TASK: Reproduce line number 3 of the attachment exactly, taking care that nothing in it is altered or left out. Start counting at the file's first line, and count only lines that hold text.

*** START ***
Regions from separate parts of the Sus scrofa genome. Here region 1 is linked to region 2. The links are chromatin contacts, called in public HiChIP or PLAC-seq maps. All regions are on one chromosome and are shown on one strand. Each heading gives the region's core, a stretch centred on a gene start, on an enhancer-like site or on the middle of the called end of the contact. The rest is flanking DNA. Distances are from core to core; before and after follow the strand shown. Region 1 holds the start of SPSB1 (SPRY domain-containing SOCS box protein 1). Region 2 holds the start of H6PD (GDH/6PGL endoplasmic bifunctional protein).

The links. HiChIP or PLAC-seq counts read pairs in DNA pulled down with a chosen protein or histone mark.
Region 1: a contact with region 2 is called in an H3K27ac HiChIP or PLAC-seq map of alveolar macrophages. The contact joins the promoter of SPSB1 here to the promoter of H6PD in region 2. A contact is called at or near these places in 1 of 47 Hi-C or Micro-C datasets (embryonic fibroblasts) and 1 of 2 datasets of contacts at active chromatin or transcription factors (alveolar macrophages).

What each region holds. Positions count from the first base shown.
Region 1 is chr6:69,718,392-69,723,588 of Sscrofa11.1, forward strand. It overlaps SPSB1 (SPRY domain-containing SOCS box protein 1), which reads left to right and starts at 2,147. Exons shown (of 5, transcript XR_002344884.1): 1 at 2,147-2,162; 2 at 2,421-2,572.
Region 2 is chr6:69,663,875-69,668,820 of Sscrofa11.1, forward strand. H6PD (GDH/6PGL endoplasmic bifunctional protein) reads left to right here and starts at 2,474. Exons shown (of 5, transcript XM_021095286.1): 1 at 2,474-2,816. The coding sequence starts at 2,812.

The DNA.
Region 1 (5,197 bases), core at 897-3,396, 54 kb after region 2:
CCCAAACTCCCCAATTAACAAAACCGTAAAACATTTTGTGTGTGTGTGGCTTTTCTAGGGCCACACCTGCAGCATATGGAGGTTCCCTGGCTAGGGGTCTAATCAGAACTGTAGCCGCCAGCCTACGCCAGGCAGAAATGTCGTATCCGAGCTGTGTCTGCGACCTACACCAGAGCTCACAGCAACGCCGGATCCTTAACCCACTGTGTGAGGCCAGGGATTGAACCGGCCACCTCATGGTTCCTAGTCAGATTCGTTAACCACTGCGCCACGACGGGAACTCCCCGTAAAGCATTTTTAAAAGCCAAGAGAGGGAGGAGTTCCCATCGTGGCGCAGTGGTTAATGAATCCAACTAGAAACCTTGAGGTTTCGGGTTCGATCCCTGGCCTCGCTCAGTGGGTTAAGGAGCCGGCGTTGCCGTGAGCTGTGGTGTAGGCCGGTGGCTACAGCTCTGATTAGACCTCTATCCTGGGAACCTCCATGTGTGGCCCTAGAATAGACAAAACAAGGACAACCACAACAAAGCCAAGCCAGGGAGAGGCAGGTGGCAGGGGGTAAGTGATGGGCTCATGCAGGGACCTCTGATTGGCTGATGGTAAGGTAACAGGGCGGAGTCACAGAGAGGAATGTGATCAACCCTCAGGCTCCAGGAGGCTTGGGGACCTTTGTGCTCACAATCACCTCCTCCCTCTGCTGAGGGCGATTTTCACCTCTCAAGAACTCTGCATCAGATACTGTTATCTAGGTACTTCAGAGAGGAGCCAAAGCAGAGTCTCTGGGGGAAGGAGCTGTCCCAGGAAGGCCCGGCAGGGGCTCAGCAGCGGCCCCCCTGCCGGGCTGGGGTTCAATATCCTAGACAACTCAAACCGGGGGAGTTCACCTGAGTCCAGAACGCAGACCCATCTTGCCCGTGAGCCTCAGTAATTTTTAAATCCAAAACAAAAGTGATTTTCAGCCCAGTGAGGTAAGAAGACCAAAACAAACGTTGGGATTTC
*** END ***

Region 1: a contact with region 2 is called in an H3K27ac HiChIP or PLAC-seq map of alveolar macrophages. The contact joins the promoter of SPSB1 here to the promoter of H6PD in region 2. A contact is called at or near these places in 1 of 47 Hi-C or Micro-C datasets (embryonic fibroblasts) and 1 of 2 datasets of contacts at active chromatin or transcription factors (alveolar macrophages).